SHELDRAKE, R. (1987): A New
Science of Life: The Hypothesis of Formative Causation, 2nd Ed.
(1st Ed. Blond & Briggs. London and J. P. Tarcher, Los Angeles, 1981),
287 pp., Collins. London.
"...The idea that morphogenetic fields contain an inherent memory is the starting point for the hypothesis of formative causation ..."
"..If Gaia is in some sense animate, then she must have something like a soul, an organizing principle with its own ends or purposes ..."
...All research scientists know that this process is artificial; they are not disembodied minds, uninfluenced by emotion. The reality is very different..."
"...Indeed, behind its scientific facade,
it [the neo-Darwinian theory] appears
to have become for many of its followers remarkably like a
religion. This seems to be the reason why they propagate their
dogmas so zealously, guard against heresies so vigilantly, and deny the truth of
all other faiths so vehemently."
Glossary of Terms
(from Presence of the Past)
adaptation: An attribute of an organism that appears to
be of value for something, generally its survival or
reproduction. The purposive, or seemingly purposive,
nature of adaptations can be thought of in terms of
teleology or teleonomy (q.v.).
allele: Each gene (q.v.) occupies a particular region of
a chromosome, its locus. At any given locus, there may
exist alternative forms of the gene. These are called
alleles of each other.
atavism: The reappearance of characteristics of more
or Im remote ancestors. Also called reversion or
atom: In the philosophy of atomism (q.v.), the eternal,
invariant, impenetrably hard, homogeneous, ultimate
unit of matter. In chemistry, the smallest unit or part of
an element that can take part in a chemical reaction. In
modern physics, a complex structure of activity, with a
central nucleus orbited by electrons. Nuclei and their
constituent particles are in turn complex structures of
atomism: The doctrine that all things are composed of
ultimate, indivisible atoms of matter endowed with
motion. These ultimate particles are the enduring basis
of all reality. In the modern form of this philosophy,
atoms have been superseded by fundamental subatomic
attractor: A term used in modern dynamics to denote a
limit towards which trajectories of change within a
dynamical system move. Attractors generally lie within
basins of attraction. Attractors and basins of attraction
are essential features of the mathematical models of
morphogenetic fields due to Rene Thom.
chreode: A canalized pathway of change within a
chromosomes: Microscopic, threadlike structures found
in the nuclei of living cells, and also in cells without
nuclei such as bacteria. They are made up of DNA and
protein and contain chains of genes.
cybernetics: The theory of communication and control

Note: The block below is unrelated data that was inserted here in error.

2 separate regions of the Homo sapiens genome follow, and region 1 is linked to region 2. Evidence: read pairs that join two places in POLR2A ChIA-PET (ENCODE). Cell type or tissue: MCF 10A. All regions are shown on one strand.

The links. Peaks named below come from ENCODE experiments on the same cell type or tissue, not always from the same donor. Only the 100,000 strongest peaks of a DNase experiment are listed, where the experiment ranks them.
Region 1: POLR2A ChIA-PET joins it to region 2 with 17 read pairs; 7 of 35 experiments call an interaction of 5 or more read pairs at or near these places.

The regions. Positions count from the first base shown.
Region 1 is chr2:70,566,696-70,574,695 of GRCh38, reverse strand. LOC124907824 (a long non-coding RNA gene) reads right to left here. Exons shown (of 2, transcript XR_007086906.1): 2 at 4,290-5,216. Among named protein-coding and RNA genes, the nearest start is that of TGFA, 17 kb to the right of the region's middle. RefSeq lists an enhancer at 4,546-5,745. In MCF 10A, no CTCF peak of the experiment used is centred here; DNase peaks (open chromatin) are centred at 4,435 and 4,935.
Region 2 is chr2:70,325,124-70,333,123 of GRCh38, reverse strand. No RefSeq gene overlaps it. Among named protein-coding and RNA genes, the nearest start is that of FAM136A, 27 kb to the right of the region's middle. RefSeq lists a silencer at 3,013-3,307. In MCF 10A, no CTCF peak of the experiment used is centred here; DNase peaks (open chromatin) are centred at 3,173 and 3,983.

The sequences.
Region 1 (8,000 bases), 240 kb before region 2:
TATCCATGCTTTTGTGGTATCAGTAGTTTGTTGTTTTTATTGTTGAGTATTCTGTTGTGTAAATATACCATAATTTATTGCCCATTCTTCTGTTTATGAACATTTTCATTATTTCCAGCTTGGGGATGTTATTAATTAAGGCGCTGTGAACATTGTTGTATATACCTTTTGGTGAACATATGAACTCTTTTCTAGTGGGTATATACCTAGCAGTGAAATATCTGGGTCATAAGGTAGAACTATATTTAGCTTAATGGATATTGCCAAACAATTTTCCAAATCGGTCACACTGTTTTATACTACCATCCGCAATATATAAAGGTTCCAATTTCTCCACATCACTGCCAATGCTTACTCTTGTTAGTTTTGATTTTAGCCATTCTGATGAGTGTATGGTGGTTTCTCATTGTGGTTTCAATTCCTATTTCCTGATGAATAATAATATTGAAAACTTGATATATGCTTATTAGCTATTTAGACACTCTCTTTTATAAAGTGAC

mechanisms in living systems and machines.
dialectical materialism: A form of materialism that
sees matter not as something static, on which change and
development have to be imposed, but as, containing
within its own nature those tensions or "contradictions"
that provide the motive force for change.
DNA: Deoxyribonucleic acid, a molecule consisting of
a large number of chemical units called nucleotides
attached together in single file to form a long strand.
Usually two such strands are linked together parallel to
each other and coiled into a helix. DNA is the material
of genetic inheritance, but in higher organisms only a
small proportion of the DNA appears to be in genes.
DNA contains four kinds of nucleotide, and the
sequence of the nucleotides is the basis of the genetic
code. DNA strands pass on their structure to copies of
themselves in the process of replication, and the genetic
code of genes can be "translated" into the sequences of
amino acids which are joined together in chains to form
proteins. Protein synthesis takes place on the basis of
strands of RNA (ribonucleic acid), which serve as
templates. These are "transcribed" from the DNA of
dominance: In genetics, a dominant gene is one that
brings about the same phenotypic (q.v.) effects whether
it is present in a single dose along with a specified
allele (q.v.), or in a double dose. The allele that is
ineffective in the presence of the dominant gene is said
to be recessive.
dualism: The philosophical doctrine that mind and
matter exist as independent entities, neither being
reducible to the other (cf. materialism).
energy: in general, the capacity or power to produce an
effect. in the technical sense of physics, energy is the
property of a system that is a measure of its capacity for
doing work. Work is technically defined as what is
done when a force moves its point of application.
Energy can be potential or kinetic, and it comes in a